Colleen screeched. She has suffered a cold and cough the past few days. Today she feels better. … better enough to read the label of the cough suppressant I got her. DM, dextromethorphan. Look at all the other chemicals that are in the bottle! Nuts! None of them are needed. None necessary. And probably seriously toxic in larger quantity. Huh!? Really!? My bad. I read the label on Nyquil and Dayquil and decided the other ingredients were not for cough. But, the chemicals? Unnecessary chemicals? Well, I have managed to do bad today. For the average consumer, reading the label is not too educational. But, geez, I shoulda known better. Seriously.
This is a device without any redeeming use as medical device for diagnosis, treatment, or cure. It is so stated in bold print on the first page. It is electrical stimulation based on the meridian lines on the acupuncture charts. It was expensive to buy the machine in its time. Now it is a curiosity. Hey! Even placebos work. And a broken clock is right twice a day. And… well, you get the idea.
I did a month in this emergency room as my very first rotation out of med school. I was alone 24 hrs on and 24 hrs off with a second year Indian resident. Clueless!! We had no other supervision except from some third year who only wanted to sleep at night. To say that this was a disaster zone would be mild. I knew nothing and had all manner of simple and complicated emergencies to solve for the first time in my life. We had gangs – the savage skulls – armed and wandering through the ER. The security guards melted away in favor of their own lives. We had to fend for ourselves. I made some big mistakes – no experience. Guilty feelings? One brother – non gang – of the savage skulls suffered a shotgun blast. Though his x-ray showed he was covered with subcutaneous pellets, there was nothing that had penetrated the abdomen or chest. The gang came into the ER with weapons drawn and asked where the victim was located. When I informed them that my (lazy) third year had said admission was not necessary, the gang lifted him from the stretcher and frog marched him into the night.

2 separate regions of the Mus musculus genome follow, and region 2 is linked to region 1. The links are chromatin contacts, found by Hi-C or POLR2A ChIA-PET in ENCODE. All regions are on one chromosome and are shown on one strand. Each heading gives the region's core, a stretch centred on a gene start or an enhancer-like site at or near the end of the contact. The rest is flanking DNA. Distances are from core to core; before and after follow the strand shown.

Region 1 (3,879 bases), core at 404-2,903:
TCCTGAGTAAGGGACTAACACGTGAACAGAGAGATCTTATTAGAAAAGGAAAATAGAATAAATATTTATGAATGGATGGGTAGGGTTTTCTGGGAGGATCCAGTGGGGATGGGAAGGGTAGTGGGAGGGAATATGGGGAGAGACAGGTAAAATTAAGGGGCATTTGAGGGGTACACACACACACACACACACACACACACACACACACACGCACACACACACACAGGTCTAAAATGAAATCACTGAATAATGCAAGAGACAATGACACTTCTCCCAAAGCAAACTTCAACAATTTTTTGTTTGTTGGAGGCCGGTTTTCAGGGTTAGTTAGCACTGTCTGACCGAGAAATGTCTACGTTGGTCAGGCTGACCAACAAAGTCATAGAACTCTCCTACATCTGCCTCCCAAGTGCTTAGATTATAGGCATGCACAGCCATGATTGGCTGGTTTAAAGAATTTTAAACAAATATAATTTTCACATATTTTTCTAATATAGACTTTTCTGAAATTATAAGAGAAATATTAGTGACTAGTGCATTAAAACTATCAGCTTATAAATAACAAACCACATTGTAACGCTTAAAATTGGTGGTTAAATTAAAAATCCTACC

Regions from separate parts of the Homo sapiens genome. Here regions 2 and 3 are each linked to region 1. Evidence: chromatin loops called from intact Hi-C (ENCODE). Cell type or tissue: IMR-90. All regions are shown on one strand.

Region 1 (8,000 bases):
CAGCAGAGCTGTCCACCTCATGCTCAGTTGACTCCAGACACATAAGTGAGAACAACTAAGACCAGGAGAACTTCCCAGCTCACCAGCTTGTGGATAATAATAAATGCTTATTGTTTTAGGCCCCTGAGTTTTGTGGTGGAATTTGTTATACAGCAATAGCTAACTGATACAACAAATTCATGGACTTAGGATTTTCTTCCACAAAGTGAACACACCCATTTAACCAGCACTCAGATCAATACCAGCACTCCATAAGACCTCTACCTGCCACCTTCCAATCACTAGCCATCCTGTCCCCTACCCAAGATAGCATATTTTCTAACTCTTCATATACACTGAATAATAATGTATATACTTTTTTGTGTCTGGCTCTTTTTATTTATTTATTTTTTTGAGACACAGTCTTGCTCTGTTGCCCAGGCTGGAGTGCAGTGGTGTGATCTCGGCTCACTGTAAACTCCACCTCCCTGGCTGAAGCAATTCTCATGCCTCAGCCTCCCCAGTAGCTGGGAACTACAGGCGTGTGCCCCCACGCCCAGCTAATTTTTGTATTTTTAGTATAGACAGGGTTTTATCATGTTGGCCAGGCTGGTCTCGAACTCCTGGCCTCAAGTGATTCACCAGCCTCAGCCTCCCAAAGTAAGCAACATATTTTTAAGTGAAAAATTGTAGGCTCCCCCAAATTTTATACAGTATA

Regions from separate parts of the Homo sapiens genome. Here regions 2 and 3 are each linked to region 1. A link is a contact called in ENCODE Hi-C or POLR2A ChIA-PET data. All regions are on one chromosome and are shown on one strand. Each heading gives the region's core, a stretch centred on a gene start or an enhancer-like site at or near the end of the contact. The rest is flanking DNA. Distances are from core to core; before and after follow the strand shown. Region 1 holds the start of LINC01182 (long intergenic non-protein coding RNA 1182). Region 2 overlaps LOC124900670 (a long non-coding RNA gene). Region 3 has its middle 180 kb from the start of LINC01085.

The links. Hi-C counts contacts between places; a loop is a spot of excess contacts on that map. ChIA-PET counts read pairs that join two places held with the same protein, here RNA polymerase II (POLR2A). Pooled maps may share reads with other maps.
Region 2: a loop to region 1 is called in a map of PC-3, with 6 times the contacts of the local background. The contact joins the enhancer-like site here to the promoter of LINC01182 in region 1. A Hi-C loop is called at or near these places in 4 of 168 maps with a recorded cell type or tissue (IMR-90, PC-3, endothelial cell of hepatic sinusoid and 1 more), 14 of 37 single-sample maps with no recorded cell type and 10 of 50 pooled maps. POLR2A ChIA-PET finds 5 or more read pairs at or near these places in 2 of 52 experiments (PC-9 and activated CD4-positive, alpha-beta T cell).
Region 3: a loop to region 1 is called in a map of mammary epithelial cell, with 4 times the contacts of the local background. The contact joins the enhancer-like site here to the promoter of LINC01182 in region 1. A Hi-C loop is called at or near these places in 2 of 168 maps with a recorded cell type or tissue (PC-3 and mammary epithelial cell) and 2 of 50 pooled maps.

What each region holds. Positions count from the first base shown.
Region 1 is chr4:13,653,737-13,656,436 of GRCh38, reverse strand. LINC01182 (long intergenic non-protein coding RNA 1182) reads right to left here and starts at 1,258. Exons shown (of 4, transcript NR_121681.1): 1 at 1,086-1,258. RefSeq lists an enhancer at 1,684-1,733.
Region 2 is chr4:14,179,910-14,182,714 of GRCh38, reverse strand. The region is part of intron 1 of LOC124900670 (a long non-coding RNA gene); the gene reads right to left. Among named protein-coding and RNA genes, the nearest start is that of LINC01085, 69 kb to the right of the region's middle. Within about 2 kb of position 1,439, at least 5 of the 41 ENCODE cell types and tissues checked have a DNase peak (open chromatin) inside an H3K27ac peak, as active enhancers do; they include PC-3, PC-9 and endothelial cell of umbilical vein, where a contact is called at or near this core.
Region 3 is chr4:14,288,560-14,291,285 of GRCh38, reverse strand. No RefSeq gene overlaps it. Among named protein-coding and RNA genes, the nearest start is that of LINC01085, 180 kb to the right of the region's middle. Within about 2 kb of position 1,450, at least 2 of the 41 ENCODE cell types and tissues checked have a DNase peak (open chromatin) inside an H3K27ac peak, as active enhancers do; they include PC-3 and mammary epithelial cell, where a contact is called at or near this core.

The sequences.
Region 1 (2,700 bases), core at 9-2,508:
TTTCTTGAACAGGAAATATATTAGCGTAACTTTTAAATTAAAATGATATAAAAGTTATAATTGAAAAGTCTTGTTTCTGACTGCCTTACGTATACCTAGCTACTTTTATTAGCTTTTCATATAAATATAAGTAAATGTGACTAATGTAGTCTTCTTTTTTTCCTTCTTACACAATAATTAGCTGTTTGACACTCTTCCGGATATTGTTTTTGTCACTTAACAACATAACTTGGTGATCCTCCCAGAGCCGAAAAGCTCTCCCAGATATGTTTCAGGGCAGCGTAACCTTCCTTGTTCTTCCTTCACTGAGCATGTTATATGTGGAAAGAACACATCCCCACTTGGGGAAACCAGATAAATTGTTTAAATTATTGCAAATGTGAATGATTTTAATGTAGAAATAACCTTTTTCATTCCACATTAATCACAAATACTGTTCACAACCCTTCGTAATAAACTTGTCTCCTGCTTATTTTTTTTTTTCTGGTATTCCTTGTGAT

And then we saw crazy things. Complaint: “bug in the ear.”
“IT WAS A BIG FREAKIN’ LIVE ROACH” waving its legs from inside someone’s ear.
Advice: “Mineral oil, pour it into the ear and wait for the bubble.”
“Yeah, then you know it drowned and you can remove it.” I ain’t proud, but it’s how medical training goes and went in those times. Nowadays the supervision is a little better. At least that’s what they keep telling everyone.
They make it sound so ‘cozy’ and ‘fuzzy warm.’ I’ve been in an inner city ER not too many years ago as in 2009-2012. It ain’t pretty. It’s just different. And different ain’t necessarily better. I’d use a series of epithets but that might too rude for polite company. George Clooney’s would never get this ‘s..t’ past the censors.
I watched only a single episode of ‘ER’ and it turned out to be treatment of an aneurysmal subarachnoid hemorrhage. The information was so inaccurate as to be positively scary. Fortunately they don’t let George do neurosurgery.